There are many benefits to this exercise apart from the ones above, including having a ready list of accomplishments and a bit of context as to what happened and when. For example, if you launched a business critical project on time, led a cross functional team and got the market share desired by increasing sales, then you can write this and give more context when it's still fresh in your mind.

How big was the team you led, what were their roles in the project? How did you manage the communication?

How did you manage to launch on time?

What challenges did you face?

How did you overcome them?

How did this make you a better project manager? Etc.

When you get into the habit of taking stock on a weekly or monthly basis, whenever you need to prepare for interviews, promotions , etc, you already have your accomplishments at hand. You don't need to scratch your head or reach out to people to remind you of your role and impact. It's right there, in your folder. What a great feeling to have.

Documenting your achievements helps you appreciate that you are growing and are moving in the right direction. It helps you appreciate that growth takes time and helps you extend grace to your own growth journey.

Sometimes we're bogged down by lists of people who've made it; it seems like these lists keep getting younger: top 40 under 40, top 30 under 30, top 20 under 20, next we’ll see top 10 under 10!

Don't get me wrong here, some of the people celebrated in these lists deserve a clap 👏🏿 but the lists should make us aspire to what's possible and not pressure us into what's not for us.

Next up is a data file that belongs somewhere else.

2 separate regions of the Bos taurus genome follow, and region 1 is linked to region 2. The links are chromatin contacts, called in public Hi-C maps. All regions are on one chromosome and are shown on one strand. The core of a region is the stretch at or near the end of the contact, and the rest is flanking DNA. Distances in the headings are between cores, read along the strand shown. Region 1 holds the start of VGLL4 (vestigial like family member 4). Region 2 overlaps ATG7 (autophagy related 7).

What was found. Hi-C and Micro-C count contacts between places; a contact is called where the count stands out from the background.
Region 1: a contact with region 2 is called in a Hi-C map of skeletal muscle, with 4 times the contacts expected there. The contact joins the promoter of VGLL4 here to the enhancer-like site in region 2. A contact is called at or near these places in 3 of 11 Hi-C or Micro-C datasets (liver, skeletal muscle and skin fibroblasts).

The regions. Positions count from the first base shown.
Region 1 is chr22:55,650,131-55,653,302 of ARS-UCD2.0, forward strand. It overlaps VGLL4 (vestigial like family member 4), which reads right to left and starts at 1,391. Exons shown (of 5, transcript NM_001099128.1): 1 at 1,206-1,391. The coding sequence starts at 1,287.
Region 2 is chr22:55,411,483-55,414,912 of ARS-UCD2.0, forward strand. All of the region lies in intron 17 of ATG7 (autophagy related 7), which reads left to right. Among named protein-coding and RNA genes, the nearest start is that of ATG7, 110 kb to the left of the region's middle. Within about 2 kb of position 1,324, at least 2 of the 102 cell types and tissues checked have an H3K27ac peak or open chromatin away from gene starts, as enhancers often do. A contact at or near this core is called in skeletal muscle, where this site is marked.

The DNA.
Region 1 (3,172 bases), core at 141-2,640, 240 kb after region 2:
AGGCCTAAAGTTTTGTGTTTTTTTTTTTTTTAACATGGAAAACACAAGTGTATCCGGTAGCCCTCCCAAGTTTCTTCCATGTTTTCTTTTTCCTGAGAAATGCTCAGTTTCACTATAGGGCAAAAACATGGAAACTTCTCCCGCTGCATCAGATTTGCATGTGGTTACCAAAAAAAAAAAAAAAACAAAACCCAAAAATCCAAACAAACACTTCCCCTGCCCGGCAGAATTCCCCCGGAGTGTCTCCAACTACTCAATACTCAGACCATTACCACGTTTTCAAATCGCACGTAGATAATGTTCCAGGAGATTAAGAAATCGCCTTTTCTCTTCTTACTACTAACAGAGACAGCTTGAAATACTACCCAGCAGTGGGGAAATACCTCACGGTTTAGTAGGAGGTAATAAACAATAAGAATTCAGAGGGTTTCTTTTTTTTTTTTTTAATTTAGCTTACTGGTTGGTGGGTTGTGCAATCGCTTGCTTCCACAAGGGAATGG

With digital screens taking our undivided attention, endless comparisons of peers via their feeds and unrealistic expectations from family, friends, and society all lead to unnecessary pressure on where you're supposed to be in life.

Who's going to publish a list of the top 70 in their 70s?

Top 80 in their 80s?

I want to learn from their wisdom.

How the world they live in now differs from the one they grew up in. How people can become more human and less machine.

How to develop empathy, influence others positively, care for the elderly, have compassion for those in need, protect the most vulnerable, operate in kindness, burn your hearts for justice for the unfairly convicted, love one another.

These are the things that should be celebrated. The things that make this world better to live in.

This is why it's extremely important to also focus on your personal growth and take stock of your personal life.

How is your mental health? When was the last time you took a walk, cycled to your favorite cafe, called a friend, checked in on your elderly relatives, treated yourself to a relaxing spa?

The seemingly small things we do for others, go a long way in forming and transforming our humanity.

The mum with the screaming child at the supermarket, the old man crossing the street, the homeless beggar, the person you've never forgiven, the truth you've never revealed, the thank you you've never said, the hug you never gave.